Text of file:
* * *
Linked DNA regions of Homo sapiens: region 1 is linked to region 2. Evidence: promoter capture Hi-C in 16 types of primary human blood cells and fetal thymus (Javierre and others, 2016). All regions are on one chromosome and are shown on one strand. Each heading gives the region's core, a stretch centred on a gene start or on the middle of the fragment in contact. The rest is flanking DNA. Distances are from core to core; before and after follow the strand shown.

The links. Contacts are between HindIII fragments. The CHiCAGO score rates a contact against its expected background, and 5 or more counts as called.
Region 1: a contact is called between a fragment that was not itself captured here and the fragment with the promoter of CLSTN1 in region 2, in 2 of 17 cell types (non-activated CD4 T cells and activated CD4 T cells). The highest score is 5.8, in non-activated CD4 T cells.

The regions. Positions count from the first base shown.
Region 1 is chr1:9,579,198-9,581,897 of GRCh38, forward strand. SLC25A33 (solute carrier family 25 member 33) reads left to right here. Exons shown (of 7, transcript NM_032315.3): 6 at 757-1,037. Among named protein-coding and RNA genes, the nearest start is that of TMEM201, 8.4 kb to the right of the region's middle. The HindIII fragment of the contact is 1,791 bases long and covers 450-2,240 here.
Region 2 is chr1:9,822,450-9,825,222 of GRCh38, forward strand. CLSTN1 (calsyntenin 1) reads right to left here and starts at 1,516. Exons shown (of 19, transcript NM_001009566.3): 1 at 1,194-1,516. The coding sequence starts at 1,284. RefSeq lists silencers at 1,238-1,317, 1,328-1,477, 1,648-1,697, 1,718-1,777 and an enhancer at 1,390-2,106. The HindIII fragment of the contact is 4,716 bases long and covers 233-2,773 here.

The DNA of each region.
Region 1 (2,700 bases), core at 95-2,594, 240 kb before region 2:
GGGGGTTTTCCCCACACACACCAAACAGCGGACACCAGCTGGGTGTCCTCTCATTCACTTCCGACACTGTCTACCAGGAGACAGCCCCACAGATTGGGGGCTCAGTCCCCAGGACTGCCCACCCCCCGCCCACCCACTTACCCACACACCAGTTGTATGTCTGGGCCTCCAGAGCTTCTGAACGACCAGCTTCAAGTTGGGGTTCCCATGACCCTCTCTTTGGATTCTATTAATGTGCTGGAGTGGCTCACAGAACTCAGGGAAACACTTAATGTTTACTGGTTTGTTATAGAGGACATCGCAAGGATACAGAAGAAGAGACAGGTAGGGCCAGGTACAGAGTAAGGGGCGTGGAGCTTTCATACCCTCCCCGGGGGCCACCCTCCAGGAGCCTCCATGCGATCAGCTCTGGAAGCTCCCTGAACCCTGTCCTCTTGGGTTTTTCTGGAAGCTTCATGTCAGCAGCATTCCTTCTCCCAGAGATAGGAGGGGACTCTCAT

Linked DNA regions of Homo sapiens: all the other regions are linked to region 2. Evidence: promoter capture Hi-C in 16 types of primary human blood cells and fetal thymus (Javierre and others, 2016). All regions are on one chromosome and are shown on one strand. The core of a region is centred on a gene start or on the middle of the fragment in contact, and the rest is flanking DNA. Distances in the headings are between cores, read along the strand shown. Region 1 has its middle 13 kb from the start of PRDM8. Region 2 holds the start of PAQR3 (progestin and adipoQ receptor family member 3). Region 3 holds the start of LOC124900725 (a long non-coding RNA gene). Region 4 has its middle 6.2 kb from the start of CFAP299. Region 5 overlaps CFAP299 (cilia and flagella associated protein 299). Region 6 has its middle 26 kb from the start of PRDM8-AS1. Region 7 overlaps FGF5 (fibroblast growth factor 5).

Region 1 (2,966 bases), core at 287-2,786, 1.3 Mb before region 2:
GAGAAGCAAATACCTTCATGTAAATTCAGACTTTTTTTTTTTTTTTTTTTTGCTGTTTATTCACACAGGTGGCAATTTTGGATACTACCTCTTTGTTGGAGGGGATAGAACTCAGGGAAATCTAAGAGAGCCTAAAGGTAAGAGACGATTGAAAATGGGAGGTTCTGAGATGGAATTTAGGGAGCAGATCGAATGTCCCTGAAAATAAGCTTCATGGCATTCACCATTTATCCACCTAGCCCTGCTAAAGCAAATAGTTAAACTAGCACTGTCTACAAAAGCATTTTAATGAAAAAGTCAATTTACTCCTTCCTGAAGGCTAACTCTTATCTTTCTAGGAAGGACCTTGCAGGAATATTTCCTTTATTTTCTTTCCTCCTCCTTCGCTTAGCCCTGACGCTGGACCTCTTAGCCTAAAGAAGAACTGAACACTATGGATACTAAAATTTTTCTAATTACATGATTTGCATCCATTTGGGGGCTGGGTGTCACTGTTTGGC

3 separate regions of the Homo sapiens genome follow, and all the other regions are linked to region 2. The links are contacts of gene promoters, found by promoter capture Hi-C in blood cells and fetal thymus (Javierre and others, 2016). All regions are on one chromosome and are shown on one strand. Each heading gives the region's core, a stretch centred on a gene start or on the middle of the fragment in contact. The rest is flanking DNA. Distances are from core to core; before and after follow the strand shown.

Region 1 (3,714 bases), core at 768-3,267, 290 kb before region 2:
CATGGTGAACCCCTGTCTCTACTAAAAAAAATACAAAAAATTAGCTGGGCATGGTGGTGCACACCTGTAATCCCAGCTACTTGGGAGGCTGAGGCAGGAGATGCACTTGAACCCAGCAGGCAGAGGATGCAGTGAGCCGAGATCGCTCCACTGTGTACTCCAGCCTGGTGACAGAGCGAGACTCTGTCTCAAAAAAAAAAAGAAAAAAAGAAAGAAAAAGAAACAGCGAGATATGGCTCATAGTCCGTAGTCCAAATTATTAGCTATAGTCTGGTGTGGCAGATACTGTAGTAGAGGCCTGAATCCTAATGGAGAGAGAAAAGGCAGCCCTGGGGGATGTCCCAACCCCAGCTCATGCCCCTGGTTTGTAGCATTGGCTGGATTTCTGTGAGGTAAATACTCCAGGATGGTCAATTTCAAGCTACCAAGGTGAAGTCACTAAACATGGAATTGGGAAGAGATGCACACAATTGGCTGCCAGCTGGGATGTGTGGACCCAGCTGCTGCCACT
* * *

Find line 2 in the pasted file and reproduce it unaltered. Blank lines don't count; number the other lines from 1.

The links. Contacts are between HindIII fragments. The CHiCAGO score rates a contact against its expected background, and 5 or more counts as called.